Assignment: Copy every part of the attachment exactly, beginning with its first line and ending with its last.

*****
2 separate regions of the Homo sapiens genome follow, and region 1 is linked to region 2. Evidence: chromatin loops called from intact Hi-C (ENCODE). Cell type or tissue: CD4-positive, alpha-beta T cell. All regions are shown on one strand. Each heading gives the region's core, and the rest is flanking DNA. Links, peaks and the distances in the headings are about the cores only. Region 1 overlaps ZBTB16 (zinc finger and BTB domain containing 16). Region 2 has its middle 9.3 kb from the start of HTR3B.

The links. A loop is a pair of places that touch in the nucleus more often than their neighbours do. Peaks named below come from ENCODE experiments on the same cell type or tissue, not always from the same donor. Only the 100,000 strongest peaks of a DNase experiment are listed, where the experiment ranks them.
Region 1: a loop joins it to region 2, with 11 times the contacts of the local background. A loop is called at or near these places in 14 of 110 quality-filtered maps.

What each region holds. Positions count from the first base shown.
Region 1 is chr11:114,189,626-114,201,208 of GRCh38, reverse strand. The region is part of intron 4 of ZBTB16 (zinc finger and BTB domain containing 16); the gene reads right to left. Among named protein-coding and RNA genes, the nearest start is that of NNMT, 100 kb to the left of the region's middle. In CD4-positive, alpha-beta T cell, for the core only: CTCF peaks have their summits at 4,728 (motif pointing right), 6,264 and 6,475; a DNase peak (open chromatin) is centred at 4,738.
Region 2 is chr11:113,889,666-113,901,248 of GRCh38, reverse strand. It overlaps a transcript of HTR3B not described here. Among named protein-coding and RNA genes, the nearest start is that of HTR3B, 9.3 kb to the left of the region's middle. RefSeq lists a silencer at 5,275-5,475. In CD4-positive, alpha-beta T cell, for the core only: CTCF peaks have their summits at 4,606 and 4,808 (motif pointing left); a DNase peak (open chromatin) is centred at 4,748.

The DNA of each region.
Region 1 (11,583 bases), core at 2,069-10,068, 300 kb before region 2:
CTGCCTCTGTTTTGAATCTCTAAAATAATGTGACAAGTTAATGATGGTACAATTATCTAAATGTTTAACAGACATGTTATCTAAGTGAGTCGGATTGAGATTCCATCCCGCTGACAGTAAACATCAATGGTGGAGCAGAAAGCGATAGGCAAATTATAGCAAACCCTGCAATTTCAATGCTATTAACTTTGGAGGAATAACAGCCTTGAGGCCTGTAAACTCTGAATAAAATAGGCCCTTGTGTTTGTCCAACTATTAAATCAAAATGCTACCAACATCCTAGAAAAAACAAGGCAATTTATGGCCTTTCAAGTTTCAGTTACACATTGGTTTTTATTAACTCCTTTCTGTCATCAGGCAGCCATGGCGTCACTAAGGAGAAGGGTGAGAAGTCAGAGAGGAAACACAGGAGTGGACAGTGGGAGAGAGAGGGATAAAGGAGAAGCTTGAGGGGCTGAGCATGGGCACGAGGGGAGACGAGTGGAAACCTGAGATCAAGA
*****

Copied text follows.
2 separate regions of the Homo sapiens genome follow, and region 1 is linked to region 2. Evidence: chromatin loops called from intact Hi-C (ENCODE). Cell type or tissue: CD4-positive, alpha-beta T cell. All regions are shown on one strand. Each heading gives the region's core, and the rest is flanking DNA. Links, peaks and the distances in the headings are about the cores only. Region 1 overlaps ZBTB16 (zinc finger and BTB domain containing 16). Region 2 has its middle 9.3 kb from the start of HTR3B.

The links. A loop is a pair of places that touch in the nucleus more often than their neighbours do. Peaks named below come from ENCODE experiments on the same cell type or tissue, not always from the same donor. Only the 100,000 strongest peaks of a DNase experiment are listed, where the experiment ranks them.
Region 1: a loop joins it to region 2, with 11 times the contacts of the local background. A loop is called at or near these places in 14 of 110 quality-filtered maps.

What each region holds. Positions count from the first base shown.
Region 1 is chr11:114,189,626-114,201,208 of GRCh38, reverse strand. The region is part of intron 4 of ZBTB16 (zinc finger and BTB domain containing 16); the gene reads right to left. Among named protein-coding and RNA genes, the nearest start is that of NNMT, 100 kb to the left of the region's middle. In CD4-positive, alpha-beta T cell, for the core only: CTCF peaks have their summits at 4,728 (motif pointing right), 6,264 and 6,475; a DNase peak (open chromatin) is centred at 4,738.
Region 2 is chr11:113,889,666-113,901,248 of GRCh38, reverse strand. It overlaps a transcript of HTR3B not described here. Among named protein-coding and RNA genes, the nearest start is that of HTR3B, 9.3 kb to the left of the region's middle. RefSeq lists a silencer at 5,275-5,475. In CD4-positive, alpha-beta T cell, for the core only: CTCF peaks have their summits at 4,606 and 4,808 (motif pointing left); a DNase peak (open chromatin) is centred at 4,748.

The DNA of each region.
Region 1 (11,583 bases), core at 2,069-10,068, 300 kb before region 2:
CTGCCTCTGTTTTGAATCTCTAAAATAATGTGACAAGTTAATGATGGTACAATTATCTAAATGTTTAACAGACATGTTATCTAAGTGAGTCGGATTGAGATTCCATCCCGCTGACAGTAAACATCAATGGTGGAGCAGAAAGCGATAGGCAAATTATAGCAAACCCTGCAATTTCAATGCTATTAACTTTGGAGGAATAACAGCCTTGAGGCCTGTAAACTCTGAATAAAATAGGCCCTTGTGTTTGTCCAACTATTAAATCAAAATGCTACCAACATCCTAGAAAAAACAAGGCAATTTATGGCCTTTCAAGTTTCAGTTACACATTGGTTTTTATTAACTCCTTTCTGTCATCAGGCAGCCATGGCGTCACTAAGGAGAAGGGTGAGAAGTCAGAGAGGAAACACAGGAGTGGACAGTGGGAGAGAGAGGGATAAAGGAGAAGCTTGAGGGGCTGAGCATGGGCACGAGGGGAGACGAGTGGAAACCTGAGATCAAGA